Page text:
TAMPA — In April 2008, two men ran away from the group home where they had lived for years.
Lee Rowe, 29, and Chris Whiting, 33, both mentally disabled, had been referred to the Human Development Center because caseworkers had noted past incidents of sexual aggression, though neither had been charged as adults.
Over the years, they had grown increasingly frustrated by the restrictions on their movements. The group home took them on errand runs and field trips weekly to amusement parks and casinos, nearly anywhere they wanted to go, but they were supervised at every step.
Fed up, Whiting told his caseworker, a woman named Tina Hammond, that he intended to escape. Hammond, 42, knew that he had the right to leave — there was no court-order keeping him there, a fact Whiting had only recently discovered — but she worried about where he would go. She sent a driver to pick him up and take him to her office.
When the car arrived, Rowe jumped in, too.
In the conference room at Hammond's office, the men vented their grievances to Hammond and her boss.
Maryanne Spielman and Hammond worked for ADEPT, a Tampa firm that helps the developmentally disabled obtain state services.
The men were frustrated at not being able to get out of HDC. But Hammond and Spielman were frustrated that as caseworkers they weren't being allowed to do their jobs inside the facility.
Spielman recalled one Friday when Whiting and Rowe phoned her upset that they couldn't cash an employment check at a nearby Amscot and buy cigarettes and soda to carry them through the weekend.
"These guys live for their little paychecks and cigarettes," she said.
The men lived in the center's Sligh Avenue group home, and since it was on her way home, Spielman stopped by.
When she got there, a staff member barred her from coming in. She could hear Whiting and Rowe clamoring for her from behind the door. Spielman knew she was allowed to see her clients whenever she wanted, and she wouldn't leave. The staff relented but wouldn't let her see the men alone.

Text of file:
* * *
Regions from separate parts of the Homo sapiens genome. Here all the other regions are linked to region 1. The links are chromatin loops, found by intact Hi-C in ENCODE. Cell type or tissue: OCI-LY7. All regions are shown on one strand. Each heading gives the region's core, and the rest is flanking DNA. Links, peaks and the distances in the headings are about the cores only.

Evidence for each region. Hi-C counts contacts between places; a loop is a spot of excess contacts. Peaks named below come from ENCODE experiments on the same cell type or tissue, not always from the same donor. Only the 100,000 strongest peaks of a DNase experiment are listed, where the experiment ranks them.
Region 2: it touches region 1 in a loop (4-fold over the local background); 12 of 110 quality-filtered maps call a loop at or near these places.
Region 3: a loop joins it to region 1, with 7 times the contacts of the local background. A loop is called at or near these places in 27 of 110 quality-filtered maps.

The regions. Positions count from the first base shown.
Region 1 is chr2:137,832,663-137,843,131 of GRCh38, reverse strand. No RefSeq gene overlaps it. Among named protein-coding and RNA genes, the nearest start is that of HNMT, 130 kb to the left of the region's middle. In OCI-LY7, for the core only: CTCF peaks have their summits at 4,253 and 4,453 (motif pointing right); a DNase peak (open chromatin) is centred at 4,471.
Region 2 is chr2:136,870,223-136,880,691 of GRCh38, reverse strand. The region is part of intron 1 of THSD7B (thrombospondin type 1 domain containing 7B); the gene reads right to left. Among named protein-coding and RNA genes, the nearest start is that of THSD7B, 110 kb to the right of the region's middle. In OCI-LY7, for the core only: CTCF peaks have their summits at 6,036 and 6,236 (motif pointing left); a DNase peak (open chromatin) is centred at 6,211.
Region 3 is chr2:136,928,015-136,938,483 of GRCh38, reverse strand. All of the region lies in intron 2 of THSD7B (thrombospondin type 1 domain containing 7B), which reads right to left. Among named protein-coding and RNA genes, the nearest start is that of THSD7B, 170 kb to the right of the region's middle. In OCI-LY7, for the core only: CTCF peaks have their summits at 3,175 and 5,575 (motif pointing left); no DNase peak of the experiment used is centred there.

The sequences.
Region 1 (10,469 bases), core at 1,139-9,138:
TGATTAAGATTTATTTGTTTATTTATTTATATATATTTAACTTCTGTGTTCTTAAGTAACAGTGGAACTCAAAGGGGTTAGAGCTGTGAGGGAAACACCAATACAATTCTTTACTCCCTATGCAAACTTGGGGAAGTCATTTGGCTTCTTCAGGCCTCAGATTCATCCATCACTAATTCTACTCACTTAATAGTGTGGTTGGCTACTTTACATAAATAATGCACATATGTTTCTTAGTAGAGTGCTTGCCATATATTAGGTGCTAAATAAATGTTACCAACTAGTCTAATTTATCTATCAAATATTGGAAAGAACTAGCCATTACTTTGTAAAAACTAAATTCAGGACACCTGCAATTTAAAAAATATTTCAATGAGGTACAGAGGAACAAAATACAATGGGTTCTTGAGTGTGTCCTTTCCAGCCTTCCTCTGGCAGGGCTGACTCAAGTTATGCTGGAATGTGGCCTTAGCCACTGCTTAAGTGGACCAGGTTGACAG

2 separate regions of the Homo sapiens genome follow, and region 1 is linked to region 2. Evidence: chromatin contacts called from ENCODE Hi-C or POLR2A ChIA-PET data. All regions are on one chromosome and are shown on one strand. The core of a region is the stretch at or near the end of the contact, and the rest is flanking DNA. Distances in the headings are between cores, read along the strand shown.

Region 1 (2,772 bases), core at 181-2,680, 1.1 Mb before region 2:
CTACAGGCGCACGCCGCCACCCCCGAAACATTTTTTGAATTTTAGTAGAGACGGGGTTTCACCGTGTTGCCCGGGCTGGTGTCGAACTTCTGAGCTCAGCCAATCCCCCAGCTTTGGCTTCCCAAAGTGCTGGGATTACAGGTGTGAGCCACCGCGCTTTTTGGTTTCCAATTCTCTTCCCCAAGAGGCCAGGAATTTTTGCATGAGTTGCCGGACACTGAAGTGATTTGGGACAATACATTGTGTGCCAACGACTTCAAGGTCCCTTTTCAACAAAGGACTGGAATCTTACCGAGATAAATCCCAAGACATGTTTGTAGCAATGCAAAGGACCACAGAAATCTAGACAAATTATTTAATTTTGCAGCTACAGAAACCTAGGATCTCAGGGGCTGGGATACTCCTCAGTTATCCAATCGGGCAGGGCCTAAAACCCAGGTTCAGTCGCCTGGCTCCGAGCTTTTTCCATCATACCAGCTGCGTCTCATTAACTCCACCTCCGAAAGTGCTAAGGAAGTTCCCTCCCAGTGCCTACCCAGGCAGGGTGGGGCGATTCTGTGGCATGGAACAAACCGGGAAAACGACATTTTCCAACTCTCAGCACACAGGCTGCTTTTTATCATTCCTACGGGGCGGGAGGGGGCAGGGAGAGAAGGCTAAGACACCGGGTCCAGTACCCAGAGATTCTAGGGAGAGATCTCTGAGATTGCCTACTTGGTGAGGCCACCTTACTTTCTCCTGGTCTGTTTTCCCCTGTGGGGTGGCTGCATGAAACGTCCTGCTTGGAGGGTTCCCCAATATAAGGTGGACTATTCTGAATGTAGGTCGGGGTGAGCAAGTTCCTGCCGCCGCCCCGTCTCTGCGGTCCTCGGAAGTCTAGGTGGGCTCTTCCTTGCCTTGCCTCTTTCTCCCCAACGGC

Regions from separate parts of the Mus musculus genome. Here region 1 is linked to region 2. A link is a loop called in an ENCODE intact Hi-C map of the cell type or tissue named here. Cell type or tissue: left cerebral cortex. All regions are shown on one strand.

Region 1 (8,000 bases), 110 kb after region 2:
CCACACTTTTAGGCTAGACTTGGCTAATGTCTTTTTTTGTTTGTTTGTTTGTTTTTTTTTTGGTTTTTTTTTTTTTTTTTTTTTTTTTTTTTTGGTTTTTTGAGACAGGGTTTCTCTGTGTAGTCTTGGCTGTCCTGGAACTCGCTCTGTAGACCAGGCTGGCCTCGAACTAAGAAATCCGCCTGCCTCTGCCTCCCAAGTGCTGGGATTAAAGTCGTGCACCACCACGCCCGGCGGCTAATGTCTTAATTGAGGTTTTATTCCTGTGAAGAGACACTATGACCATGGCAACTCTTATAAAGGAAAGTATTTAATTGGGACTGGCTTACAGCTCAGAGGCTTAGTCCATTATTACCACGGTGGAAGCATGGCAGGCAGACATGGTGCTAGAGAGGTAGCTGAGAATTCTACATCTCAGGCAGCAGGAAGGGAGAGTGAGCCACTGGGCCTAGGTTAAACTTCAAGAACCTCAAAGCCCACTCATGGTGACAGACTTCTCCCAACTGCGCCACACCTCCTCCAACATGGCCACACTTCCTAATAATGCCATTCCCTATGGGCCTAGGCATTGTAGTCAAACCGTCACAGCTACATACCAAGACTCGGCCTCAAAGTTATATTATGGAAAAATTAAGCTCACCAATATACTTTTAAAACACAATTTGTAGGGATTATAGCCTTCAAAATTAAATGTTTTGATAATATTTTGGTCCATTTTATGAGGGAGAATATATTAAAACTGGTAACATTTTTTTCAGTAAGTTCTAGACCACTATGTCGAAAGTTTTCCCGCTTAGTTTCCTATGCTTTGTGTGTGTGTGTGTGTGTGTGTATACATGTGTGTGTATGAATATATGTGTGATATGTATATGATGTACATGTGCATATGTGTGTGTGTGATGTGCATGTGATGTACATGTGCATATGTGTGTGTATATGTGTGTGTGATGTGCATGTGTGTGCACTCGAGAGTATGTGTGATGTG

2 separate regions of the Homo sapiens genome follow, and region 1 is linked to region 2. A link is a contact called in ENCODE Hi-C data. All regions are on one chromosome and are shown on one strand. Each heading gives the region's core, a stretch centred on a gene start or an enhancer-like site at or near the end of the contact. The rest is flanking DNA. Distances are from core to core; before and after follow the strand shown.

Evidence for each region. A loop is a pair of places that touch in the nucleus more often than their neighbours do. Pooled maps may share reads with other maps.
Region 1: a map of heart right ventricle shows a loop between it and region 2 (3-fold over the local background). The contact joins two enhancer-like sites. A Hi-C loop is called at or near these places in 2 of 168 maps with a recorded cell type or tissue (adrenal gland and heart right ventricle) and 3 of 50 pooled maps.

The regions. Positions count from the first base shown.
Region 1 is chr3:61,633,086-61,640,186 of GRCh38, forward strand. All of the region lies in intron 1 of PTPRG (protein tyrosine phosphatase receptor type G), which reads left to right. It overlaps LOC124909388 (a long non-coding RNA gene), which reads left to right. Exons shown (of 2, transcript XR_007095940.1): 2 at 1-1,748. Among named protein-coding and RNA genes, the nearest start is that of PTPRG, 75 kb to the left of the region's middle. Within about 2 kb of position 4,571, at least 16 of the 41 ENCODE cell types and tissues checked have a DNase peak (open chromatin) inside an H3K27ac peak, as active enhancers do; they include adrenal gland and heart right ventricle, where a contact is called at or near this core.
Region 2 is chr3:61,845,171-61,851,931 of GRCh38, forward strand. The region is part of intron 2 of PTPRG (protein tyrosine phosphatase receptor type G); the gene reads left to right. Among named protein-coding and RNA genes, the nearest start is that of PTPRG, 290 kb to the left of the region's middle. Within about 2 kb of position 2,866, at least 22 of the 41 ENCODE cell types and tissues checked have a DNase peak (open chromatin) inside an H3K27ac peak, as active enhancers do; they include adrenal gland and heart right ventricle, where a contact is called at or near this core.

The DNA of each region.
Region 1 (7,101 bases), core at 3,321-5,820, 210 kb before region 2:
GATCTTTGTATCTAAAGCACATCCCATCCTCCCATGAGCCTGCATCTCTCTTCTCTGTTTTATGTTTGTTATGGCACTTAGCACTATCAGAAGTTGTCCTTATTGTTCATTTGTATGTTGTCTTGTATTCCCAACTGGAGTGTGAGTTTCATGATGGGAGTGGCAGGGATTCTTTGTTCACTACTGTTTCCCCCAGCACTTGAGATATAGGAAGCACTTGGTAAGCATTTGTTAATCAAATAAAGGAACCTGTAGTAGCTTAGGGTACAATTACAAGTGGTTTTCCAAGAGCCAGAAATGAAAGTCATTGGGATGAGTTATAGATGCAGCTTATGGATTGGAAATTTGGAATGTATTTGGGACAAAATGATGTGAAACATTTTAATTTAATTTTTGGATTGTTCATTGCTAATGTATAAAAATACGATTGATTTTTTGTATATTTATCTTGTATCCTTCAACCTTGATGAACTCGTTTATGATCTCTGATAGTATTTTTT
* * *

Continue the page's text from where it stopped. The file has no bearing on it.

Spielman asked staff members why they couldn't take the men to Amscot. They told her that the center had already driven clients around for errands that day.
"Do you understand that these gentlemen have the right to leave?" Spielman told the staff.
If they left, Spielman was told, the staff would call the police.
On other occasions, Hammond asked the HDC staff why the men weren't allowed to work off-campus and was told she was overstepping her duties. The men needed more supervision because they had been accused of sex crimes in the past, HDC staff told her.
Hammond said they hadn't been charged and there were businesses that would provide adequate supervision. Ultimately, she found Whiting a janitorial job.
Spielman wasn't going to ask the men to go back to HDC, but she knew she had to tell the state that the men were safe. She called Ken Winn, the area behavior analyst for the Suncoast region of the Agency for Persons with Disabilities.
Winn had opposed Whiting's request to leave in September 2007, writing that he was a "sex offender" who would place the public at risk if he left HDC. Whiting had never been charged with a sex crime and is not a designated sex offender.
Winn, Spielman said, ordered both to return to HDC. He told the men that if they didn't go back, they wouldn't get any more money from the state, Spielman and Hammond said. Winn denies this account.
After she got off the phone with Winn, Spielman found a hotel for Whiting and a group home that would accept Rowe.
Days later, the Agency for Persons with Disabilities ordered Spielman, Hammond and the two men to a hearing in Tampa. HDC accused the caseworkers of orchestrating the escape.
Repeatedly the men told the panel, "We left on our own." They never returned.
HDC declined to comment because of privacy laws. The state declined to comment, as well, but acknowledged that HDC had been told that it couldn't obstruct support coordinators from meeting with their clients.
Whiting landed in his own St. Petersburg apartment. He hasn't been charged with a crime since. Rowe is in a group home in a nondescript duplex south of Gandy Boulevard.
On July 27, a Times reporter and a photojournalist visited the home and found the bespectacled, round-faced man on a living room couch.
A reporter asked Rowe if he wanted to speak about his time at the Human Development Center. A caretaker tried to prevent him from talking.
"I'll talk to you about that," Rowe said.
Unprompted, Rowe made a serious allegation. "I was being raped by other guys," he said.
He named two of his former roommates as perpetrators and said that he reported the allegations to the abuse line and to staff members, who did nothing. (One of the men he accused is mentioned in a Human Development Center document as having committed a rape in 2005.)
As Rowe spoke, he ignored staff members' repeated attempts to get him to take a phone call. Finally, he took the phone and went inside.
When he returned, he said he didn't want to speak to the Times. The phone call had come from the group home's residential care manager, Mary Alvarado. She later told the Times that just as Rowe had the right to speak, he had the "right not to speak."
Justin George can be reached at email@example.com or (813) 226-3368.